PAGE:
had  listened  to  this  quick  outbreak  none  the  less  attentively,  we 
may  believe,  because  her  eye  wandered  away  from  the  speaker, 
and  her  hands  busied  themselves  with  adjusting  the  knots  of 
ribbon  on  her  dress.  “ You  Osmonds  are  a fine  race — your 
blood  must  flow  from  some  very  pure  source.  Your  brother, 
like  an  intelligent  man,  has  had  the  conviction  of  it,  if  he  has 
not  had  the  proofs.  You  are  modest  about  it,  but  you  youreslf 
are  extremely  distinguished.  What  do  you  say  about  your 
niece  1 The  child’s  a little  duchess.  Nevertheless,”  Madame 
Merle  added,  “ it  will  not  be  an  easy  matter  for  Osmond  to 
marry  Miss  Archer.  But  he  can  try.” 

“ I hope  she  will  refuse  him.  It  will  take  him  down  a little. 99 

We  must  not  forget  that  he  is  one  of  the  cleverest  of  men.” 

“ I have  heard  you  say  that  before ; but  I haven’t  yet  dis- 
covered what  he  has  done.” 

“ What  he  has  done  1 He  has  done  nothing  that  has  had  to 
be  undone.  And  he  has  known  how  to  wait.” 

“ To  wait  for  Miss  Archer’s  money  1 How  much  of  it  ia 
there  1 ” 

“ That’s  not  what  I mean,”  said  Madame  Merle.  “ Miss 
Archer  has  seventy  thousand  pounds.” 

“ Well,  it  is  a pity  she  is  so  nice,”  the  Countess  declared. 
“ To  be  sacrificed,  any  girl  would  do.  She  needn’t  be  superior.” 

“ If  she  were  not  superior,  your  brother  would  never  look  at 
her.  He  must  have  the  best.” 

“ Yes,”  rejoined  the  Countess,  as  they  went  forward  a little  to 
meet  the  others,  “ he  is  very  hard  to  please.  That  makes  me 
faar  for  her  happiness  ! ” 


Gilbert  Osmond  came  to  see  Isabel  again ; that  is,  he  came 
to  the  Palazzo  Crescentini.  He  had  other  friends  there  as  well ; 
and  to  Mrs.  Touchett  and  Madame  Merle  he  was  always  impar- 
tially civil ; but  the  former  of  these  ladies  noted  the  fact  that  in 
the  course  of  a fortnight  he  called  five  times,  and  compared  it 
with  another  fact  that  she  found  no  difficulty  in  remembering. 
Two  visits  a year  had  hitherto  constituted  his  regular  tribute  to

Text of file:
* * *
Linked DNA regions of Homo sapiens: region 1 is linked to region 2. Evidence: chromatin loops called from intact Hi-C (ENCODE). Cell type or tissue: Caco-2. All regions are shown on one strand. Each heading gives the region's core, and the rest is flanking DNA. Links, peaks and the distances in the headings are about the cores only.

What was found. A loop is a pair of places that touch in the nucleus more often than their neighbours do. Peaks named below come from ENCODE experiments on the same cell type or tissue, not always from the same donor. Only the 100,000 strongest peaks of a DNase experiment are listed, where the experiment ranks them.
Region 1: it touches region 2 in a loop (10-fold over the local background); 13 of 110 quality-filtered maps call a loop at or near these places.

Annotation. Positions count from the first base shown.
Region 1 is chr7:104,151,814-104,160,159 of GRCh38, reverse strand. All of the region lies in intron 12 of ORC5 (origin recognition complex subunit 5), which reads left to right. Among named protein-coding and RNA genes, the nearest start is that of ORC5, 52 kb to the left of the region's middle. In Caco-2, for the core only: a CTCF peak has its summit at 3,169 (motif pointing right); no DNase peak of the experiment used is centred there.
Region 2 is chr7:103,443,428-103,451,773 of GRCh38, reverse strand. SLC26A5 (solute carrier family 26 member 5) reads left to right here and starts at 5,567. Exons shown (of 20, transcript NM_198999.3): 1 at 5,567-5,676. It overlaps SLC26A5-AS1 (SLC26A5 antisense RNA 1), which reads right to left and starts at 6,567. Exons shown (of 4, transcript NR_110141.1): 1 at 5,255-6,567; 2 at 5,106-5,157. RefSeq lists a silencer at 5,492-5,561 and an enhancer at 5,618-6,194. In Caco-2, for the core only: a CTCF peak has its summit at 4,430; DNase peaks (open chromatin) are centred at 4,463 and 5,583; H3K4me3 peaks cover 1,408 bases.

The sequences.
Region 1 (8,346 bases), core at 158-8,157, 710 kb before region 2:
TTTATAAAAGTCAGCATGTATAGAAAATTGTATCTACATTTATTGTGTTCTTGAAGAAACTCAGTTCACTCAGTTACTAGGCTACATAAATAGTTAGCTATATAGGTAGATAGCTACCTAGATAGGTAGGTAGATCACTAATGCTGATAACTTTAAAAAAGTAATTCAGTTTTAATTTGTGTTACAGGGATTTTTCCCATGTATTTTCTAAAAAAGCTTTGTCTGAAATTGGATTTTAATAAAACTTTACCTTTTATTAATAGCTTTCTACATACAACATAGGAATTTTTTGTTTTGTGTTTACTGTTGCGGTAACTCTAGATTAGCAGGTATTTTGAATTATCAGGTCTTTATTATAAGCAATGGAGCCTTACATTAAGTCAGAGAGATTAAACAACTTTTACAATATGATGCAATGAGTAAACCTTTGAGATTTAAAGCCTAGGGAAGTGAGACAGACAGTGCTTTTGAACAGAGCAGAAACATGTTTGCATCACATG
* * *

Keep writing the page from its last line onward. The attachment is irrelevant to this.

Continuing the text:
Mrs.  Touchett’s  charms,  and  she  had  never  observed  that  he 
selected  for  such  visits  those  moments,  of  almost  periodica, 
recurrence,  when  Madame  Merle  was  under  her  roof.  It  was 



Hot  for  Madame  Merle  that  he  came ; these  two  were  old  fr:ends, 
and  he  never  put  himself  out  for  her.  He  was  not  fond  of 
Ralph — Ralph  had  told  her  so — and  it  was  not  supposable  that 
Mr.  Osmond  had  suddenly  taken  a fancy  to  her  son.  Ralph  was 
imperturbable — Ralph  had  a kind  of  loose-fitting  urbanity  that 
wrapped  him  about  like  an  ill-made  overcoat,  hut  of  which  he 
never  divested  himself ; he  thought  Mr.  Osmond  very  good  com- 
pany, and  would  have  been  willing  at  any  time  to  take  the  hos- 
pitable view  of  his  idiosyncracies.  But  he  did  not  flatter  him- 
self that  the  desire  to  repair  a past  injustice  was  the  motive  of 
their  visitor’s  calls  ; he  read  the  situation  more  clearly.  Isabel 
was  the  attraction,  and  in  all  conscience  a sufficient  one.  Osmond 
was  a critic,  a student  of  the  exquisite,  and  it  was  natural  he 
should  admire  an  admirable  person.  So  when  his  mother  said 
to  him  that  it  was  very  plain  what  Mr.  Osmond  was  thinking  of, 
Ralph  replied  that  he  was  quite  of  her  opinion.  Mrs.  Touchett 
had  always  liked  Mr.  Osmond ; she  thought  him  so  much  of  a 
gentleman.  As  he  had  never  been  an  importunate  visitor  he 
had  had  no  chance  to  be  offensive,  and  he  was  recommended  to 
Mrs.  Touchett  by  his  appearance  of  being  as  wrell  able  to  do